Actually, it’s a religious experience.


Nowhere, it’s just a point I was making.

Yes, fair enough. But why should anyone be expected to reboot just because they want to surf the web or check their e-mail. Surely it’s more constructive to provide help for their current situation than suggest they reboot into a new OS every single time they want to go online.

Yes, fair enough. But why should anyone be expected to reboot just because they want to surf the web or check their e-mail. Surely it’s more constructive to provide help for their current situation than suggest they reboot into a new OS every single time they want to go online.[/quote]
?? But they don’t need to change “their current situation”. They can keep MS-Windows on their hard drive, use it whenever they want, and just boot up something else when they want to go online.

It takes maybe two minutes, tops, to reboot. I hit the power switch, go take a leak, and come back refreshed and ready to browse. You’re making it sound like some sort of hideously painful chore that nobody wants to do more than once a year. Hell, MS-Windows crashes often enough that it probably wouldn’t even be noticeable. :smiley:

That’s nonsense. That you don’t like Windows is evident, but the original poster asked for help with keeping Windows clean; and installing Linux is hardly the simple answer he/she is looking for.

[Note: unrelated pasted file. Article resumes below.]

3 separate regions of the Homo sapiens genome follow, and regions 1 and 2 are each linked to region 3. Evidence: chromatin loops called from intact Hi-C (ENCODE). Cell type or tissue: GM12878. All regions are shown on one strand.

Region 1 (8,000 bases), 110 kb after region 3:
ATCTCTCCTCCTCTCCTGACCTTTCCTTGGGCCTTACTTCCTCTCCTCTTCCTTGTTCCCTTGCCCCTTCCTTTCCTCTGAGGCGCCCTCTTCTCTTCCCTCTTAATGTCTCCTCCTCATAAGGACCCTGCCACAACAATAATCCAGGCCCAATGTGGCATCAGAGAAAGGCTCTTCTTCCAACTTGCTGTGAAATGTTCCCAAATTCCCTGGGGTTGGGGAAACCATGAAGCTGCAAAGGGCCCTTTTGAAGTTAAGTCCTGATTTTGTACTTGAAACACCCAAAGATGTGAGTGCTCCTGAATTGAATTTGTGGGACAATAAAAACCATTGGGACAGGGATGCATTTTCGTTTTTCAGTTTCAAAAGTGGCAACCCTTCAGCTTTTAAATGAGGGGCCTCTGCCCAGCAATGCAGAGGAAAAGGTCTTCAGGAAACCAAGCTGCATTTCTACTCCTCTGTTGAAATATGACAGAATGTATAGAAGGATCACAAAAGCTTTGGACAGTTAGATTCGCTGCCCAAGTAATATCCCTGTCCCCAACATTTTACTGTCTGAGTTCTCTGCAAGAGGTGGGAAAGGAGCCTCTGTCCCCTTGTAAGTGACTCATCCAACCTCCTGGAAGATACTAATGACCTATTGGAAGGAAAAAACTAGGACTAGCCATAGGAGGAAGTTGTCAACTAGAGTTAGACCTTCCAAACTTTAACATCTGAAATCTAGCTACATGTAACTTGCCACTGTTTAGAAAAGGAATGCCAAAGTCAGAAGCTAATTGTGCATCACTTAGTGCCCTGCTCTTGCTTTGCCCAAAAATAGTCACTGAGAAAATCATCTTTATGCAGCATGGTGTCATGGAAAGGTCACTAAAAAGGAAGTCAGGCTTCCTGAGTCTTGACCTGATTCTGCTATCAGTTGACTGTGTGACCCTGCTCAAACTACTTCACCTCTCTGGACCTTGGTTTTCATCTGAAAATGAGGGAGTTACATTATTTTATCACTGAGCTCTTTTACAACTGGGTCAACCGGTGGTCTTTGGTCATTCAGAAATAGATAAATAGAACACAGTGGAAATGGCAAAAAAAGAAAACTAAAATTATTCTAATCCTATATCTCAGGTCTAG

That’s nonsense. That you don’t like Windows is evident, but the original poster asked for help with keeping Windows clean; and installing Linux is hardly the simple answer he/she is looking for.[/quote]
CQ, you obviously don’t understand what we are talking about here.

Knoppix and Morphix don’t get “installed”. Do you remember the days when you’d put a floppy in the drive, turn the machine on, and it would boot up the OS? This is the same thing except you put a CD in the drive and boot from that. It all runs in memory and never touches the hard drive unless you explicitly run commands to do so.

You don’t lose your Windows installation; you can use it any time you want. Just don’t put the CD in the drive, and boot your machine, and you’re back to using Windows.

Personally, I also disconnect my ethernet cable when I’m running Windows, just so that the machine can’t be invaded through one of Windows’ many little backdoors. But Internet Explorer and MS-Outlook are the biggest worries.

It’s easy, it’s free, and it’s safe.

CnsMin aka is one shitty little spyware. :fume: It changes your Active X settings in IE and prevents you from using TrendMicro’s Housecall and Pandasoftware Titanium on-line anti-virus software. Users who browse Chinese websites have to be careful about this one particularly.